I recently visited the constituency of the Minister for the Environment, who, unfortunately, is not present at the moment. Oldham's Liberal Democrat council told me that it had wanted to replace PVC windows in a tower block, but that it would have cost £9 to recycle each window, against £5 in landfill costs. The council got round that by making a deal with Remploy, but all the economic signals are pointing in the wrong direction. The Government are right to introduce higher landfill taxes, but I question whether they are moving fast enough to meet their recycling targets.
The Government do not want to talk about incineration. A failure to promote recycling properly, however, along with a rise in landfill tax, will drive local authorities in particular into the arms of incineration. I can tell the Minister that people up and down the country do not want incineration. They do not consider it safe, and they rightly think that it undermines recycling because the waste stream is diverted. Moreover, it requires the concentration of resources in one place and many transport movements. Nevertheless, it may well be introduced through the back door because of the lack of incentives for recycling and reusing, let alone the minimising of waste generation in the first place. I am sorry to say that the Department has not dealt with that. Incidentally, the amount of glass being recycled fell from 27 per cent. to 26 per cent. last year. If we cannot even get that right, we are in some difficulty, are we not?
I do not want to be entirely negative about what the Department has done internally. It has done many good things, and its intentions are entirely right. I genuinely believe that it has a good ministerial team: Ministers are committed to their task and do their best. Nevertheless, there are clearly teething problems. There is a mismatch between the part that came from the Department of the Environment, Transport and the Regions and the part that came from the Ministry of Agriculture, Fisheries and Food. There are also problems with staff morale, which were picked up by the Committee. They are due partly to the variation in salaries—an inherited problem—but the current 20 per cent. turnover rate in junior-grade staff would be high in any Department. Furthermore, my right hon. Friend the Member for Berwick-upon-Tweed (Mr. Beith) said in the House on another occasion that 83 per cent. of targets had been missed. It is not exactly a success story so far.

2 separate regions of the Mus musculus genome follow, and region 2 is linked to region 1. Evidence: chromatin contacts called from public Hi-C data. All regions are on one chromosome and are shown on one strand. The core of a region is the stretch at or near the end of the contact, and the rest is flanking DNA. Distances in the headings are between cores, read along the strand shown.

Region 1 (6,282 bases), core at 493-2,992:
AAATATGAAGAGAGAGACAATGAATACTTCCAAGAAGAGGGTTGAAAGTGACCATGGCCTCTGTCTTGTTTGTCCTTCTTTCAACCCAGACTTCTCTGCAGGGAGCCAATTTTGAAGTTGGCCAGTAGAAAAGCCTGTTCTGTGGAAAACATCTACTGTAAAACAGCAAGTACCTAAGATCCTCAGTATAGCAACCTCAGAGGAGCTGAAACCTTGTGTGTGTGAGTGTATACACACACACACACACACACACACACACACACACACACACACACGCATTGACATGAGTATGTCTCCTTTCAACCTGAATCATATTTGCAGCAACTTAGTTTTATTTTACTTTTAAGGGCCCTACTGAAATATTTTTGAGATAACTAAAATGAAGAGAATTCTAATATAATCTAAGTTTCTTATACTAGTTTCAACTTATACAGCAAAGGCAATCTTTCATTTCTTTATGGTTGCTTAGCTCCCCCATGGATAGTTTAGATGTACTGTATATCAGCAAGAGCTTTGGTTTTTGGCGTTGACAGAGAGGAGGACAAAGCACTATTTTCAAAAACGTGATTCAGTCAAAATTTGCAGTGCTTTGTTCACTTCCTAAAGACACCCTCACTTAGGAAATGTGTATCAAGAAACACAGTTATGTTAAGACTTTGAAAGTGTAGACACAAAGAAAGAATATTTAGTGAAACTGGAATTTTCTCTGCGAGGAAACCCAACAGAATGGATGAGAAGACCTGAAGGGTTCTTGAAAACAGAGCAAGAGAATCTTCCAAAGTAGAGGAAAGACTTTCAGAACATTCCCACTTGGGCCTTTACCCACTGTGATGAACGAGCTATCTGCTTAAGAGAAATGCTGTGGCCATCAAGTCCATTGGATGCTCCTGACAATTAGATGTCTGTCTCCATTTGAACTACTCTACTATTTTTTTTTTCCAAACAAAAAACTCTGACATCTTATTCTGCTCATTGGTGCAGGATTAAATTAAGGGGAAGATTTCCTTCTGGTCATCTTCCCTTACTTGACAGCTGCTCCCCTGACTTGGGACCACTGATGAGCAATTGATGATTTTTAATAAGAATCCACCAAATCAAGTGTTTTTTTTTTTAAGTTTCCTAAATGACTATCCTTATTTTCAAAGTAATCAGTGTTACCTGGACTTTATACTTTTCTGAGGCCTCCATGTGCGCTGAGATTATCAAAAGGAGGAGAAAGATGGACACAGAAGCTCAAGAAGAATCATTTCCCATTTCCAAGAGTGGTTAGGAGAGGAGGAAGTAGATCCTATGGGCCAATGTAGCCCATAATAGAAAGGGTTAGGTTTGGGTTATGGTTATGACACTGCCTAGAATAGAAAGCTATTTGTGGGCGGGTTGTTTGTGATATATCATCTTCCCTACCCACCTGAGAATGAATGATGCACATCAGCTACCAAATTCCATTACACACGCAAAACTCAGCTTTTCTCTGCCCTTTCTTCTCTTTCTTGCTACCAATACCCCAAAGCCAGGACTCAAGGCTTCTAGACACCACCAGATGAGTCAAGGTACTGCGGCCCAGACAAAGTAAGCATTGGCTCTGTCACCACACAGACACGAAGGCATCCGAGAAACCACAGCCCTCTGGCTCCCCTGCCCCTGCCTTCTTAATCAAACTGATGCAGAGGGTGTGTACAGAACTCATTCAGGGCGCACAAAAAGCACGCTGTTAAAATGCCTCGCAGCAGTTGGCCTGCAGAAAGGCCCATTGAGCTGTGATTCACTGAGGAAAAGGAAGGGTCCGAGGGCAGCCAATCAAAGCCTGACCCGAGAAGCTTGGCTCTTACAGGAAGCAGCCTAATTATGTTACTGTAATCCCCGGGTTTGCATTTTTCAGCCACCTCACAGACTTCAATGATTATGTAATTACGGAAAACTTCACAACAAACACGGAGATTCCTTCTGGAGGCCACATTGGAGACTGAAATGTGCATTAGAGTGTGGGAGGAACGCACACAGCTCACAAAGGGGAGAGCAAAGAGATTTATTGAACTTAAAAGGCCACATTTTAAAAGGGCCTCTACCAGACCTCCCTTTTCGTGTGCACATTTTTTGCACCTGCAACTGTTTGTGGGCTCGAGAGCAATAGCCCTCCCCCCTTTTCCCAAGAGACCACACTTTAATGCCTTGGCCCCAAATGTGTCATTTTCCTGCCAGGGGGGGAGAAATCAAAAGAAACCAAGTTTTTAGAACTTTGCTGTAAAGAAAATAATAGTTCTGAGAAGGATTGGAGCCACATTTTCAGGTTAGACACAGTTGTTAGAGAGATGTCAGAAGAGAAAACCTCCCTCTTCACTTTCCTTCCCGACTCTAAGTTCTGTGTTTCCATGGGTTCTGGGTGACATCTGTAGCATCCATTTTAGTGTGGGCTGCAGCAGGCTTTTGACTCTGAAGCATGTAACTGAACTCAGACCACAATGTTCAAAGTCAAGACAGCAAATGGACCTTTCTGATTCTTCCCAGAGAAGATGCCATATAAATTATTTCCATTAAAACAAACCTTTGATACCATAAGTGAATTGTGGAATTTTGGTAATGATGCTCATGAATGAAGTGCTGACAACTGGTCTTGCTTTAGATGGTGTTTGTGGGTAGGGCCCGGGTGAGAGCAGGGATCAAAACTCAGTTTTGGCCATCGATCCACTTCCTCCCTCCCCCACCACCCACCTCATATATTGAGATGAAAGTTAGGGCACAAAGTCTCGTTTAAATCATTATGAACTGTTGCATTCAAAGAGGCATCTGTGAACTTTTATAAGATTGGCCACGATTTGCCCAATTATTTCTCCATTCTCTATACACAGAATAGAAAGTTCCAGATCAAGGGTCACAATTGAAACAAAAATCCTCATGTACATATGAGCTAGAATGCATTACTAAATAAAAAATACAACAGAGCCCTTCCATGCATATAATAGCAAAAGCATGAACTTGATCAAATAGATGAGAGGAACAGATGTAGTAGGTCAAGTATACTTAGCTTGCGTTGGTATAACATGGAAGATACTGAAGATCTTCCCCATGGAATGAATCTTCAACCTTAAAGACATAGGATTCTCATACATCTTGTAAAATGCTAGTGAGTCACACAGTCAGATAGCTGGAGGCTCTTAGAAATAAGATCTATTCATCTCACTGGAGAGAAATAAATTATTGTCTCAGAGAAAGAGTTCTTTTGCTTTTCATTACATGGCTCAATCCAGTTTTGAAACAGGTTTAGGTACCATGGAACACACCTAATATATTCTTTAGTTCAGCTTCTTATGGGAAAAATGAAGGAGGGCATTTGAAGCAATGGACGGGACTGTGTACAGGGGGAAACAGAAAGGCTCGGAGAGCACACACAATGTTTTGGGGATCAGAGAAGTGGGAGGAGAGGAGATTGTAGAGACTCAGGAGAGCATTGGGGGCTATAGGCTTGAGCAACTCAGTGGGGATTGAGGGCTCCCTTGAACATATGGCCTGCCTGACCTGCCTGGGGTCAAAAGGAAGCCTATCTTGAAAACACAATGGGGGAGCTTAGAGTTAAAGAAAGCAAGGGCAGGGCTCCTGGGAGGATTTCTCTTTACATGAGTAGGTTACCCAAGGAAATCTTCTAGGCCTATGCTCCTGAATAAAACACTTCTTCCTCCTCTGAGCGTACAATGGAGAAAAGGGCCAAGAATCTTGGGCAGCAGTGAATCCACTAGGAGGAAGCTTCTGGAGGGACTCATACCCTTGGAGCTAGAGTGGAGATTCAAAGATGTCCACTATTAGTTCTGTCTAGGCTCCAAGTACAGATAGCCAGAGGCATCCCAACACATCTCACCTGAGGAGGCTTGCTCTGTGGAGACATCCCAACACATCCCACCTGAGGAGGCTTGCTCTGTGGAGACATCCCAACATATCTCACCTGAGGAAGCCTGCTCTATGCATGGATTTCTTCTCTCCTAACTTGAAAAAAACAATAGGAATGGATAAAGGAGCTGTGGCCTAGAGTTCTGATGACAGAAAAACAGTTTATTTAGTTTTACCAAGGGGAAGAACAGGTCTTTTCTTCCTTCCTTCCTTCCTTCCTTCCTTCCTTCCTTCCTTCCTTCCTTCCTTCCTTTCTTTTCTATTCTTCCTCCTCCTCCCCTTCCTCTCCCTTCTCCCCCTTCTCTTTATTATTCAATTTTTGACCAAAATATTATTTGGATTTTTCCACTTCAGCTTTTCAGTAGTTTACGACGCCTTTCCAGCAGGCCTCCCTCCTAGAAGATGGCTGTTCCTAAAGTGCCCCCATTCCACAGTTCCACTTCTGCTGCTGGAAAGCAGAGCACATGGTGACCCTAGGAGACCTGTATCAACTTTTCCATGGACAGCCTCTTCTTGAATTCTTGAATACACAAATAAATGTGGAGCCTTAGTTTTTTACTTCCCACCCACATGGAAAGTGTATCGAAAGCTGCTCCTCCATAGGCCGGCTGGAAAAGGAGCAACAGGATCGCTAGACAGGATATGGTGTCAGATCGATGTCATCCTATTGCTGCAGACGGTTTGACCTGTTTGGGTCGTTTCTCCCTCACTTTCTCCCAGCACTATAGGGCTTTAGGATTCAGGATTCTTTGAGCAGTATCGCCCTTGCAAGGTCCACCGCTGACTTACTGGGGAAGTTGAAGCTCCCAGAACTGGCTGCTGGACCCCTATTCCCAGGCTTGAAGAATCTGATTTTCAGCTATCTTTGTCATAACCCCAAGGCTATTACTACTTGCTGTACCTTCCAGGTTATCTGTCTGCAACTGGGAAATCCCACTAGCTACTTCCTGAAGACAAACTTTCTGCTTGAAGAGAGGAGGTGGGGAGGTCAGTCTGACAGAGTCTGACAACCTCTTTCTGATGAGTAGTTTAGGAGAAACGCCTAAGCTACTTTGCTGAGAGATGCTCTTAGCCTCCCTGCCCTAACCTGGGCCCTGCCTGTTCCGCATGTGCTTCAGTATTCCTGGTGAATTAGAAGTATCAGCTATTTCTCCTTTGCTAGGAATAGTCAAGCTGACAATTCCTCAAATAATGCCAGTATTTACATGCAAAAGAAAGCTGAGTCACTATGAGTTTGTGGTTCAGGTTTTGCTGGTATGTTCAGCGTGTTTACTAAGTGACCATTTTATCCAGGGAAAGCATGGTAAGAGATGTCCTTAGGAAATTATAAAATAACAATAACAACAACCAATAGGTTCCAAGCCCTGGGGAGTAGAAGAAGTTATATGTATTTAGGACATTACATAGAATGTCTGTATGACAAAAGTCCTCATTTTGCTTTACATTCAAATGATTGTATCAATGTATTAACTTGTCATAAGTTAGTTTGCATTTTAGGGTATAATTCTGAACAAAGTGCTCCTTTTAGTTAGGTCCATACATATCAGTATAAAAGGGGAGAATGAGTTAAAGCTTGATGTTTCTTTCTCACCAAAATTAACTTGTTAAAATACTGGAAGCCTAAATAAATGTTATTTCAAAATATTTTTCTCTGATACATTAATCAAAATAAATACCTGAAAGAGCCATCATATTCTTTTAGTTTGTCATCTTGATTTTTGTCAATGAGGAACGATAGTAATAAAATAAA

We want DEFRA to work, and if we can help it to work, we will. However, some reassessment is needed of how it is working internally and, more importantly, of its clout across Government.
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I fear that the Government—deliberately or unintentionally—have downgraded the environment. I am not saying that the DETR was perfect—it certainly was not—but in that big Department the environment and transport were linked because transport has such an impact on the environment. There was a 10-year transport plan, which many people think was quite beneficial environmentally. Moreover, the relevant Minister was the Deputy Prime Minister, who had some clout. Let me say, with due respect to the Secretary of State and to DEFRA generally, that the new Department does not possess the same clout. It is, for instance, difficult for DEFRA to lead on climate change without being able to pull the necessary levers.